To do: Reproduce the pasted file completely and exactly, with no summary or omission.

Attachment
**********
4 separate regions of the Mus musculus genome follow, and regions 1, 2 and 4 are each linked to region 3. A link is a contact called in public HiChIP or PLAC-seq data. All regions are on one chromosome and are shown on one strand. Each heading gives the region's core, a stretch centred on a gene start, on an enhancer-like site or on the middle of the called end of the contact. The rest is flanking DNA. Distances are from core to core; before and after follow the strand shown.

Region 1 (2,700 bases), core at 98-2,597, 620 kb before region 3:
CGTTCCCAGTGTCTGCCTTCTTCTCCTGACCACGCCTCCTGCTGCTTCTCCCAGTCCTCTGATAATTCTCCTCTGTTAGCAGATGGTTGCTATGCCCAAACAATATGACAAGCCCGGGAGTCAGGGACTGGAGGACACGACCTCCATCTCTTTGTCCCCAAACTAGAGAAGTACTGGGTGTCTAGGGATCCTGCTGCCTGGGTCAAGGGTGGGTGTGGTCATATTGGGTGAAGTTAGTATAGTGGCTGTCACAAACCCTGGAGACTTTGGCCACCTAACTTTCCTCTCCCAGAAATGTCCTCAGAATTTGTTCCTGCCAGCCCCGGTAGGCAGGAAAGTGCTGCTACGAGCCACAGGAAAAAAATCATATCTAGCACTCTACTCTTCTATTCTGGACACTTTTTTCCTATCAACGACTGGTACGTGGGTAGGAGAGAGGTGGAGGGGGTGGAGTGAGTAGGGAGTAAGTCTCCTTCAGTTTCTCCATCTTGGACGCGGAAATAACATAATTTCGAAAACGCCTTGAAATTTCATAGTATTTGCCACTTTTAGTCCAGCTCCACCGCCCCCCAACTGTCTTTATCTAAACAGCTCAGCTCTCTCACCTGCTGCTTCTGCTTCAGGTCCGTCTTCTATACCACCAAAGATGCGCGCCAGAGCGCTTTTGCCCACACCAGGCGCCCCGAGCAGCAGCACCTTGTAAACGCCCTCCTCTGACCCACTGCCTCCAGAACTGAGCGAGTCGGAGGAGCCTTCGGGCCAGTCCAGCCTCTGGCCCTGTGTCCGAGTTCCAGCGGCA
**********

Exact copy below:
4 separate regions of the Mus musculus genome follow, and regions 1, 2 and 4 are each linked to region 3. A link is a contact called in public HiChIP or PLAC-seq data. All regions are on one chromosome and are shown on one strand. Each heading gives the region's core, a stretch centred on a gene start, on an enhancer-like site or on the middle of the called end of the contact. The rest is flanking DNA. Distances are from core to core; before and after follow the strand shown.

Region 1 (2,700 bases), core at 98-2,597, 620 kb before region 3:
CGTTCCCAGTGTCTGCCTTCTTCTCCTGACCACGCCTCCTGCTGCTTCTCCCAGTCCTCTGATAATTCTCCTCTGTTAGCAGATGGTTGCTATGCCCAAACAATATGACAAGCCCGGGAGTCAGGGACTGGAGGACACGACCTCCATCTCTTTGTCCCCAAACTAGAGAAGTACTGGGTGTCTAGGGATCCTGCTGCCTGGGTCAAGGGTGGGTGTGGTCATATTGGGTGAAGTTAGTATAGTGGCTGTCACAAACCCTGGAGACTTTGGCCACCTAACTTTCCTCTCCCAGAAATGTCCTCAGAATTTGTTCCTGCCAGCCCCGGTAGGCAGGAAAGTGCTGCTACGAGCCACAGGAAAAAAATCATATCTAGCACTCTACTCTTCTATTCTGGACACTTTTTTCCTATCAACGACTGGTACGTGGGTAGGAGAGAGGTGGAGGGGGTGGAGTGAGTAGGGAGTAAGTCTCCTTCAGTTTCTCCATCTTGGACGCGGAAATAACATAATTTCGAAAACGCCTTGAAATTTCATAGTATTTGCCACTTTTAGTCCAGCTCCACCGCCCCCCAACTGTCTTTATCTAAACAGCTCAGCTCTCTCACCTGCTGCTTCTGCTTCAGGTCCGTCTTCTATACCACCAAAGATGCGCGCCAGAGCGCTTTTGCCCACACCAGGCGCCCCGAGCAGCAGCACCTTGTAAACGCCCTCCTCTGACCCACTGCCTCCAGAACTGAGCGAGTCGGAGGAGCCTTCGGGCCAGTCCAGCCTCTGGCCCTGTGTCCGAGTTCCAGCGGCA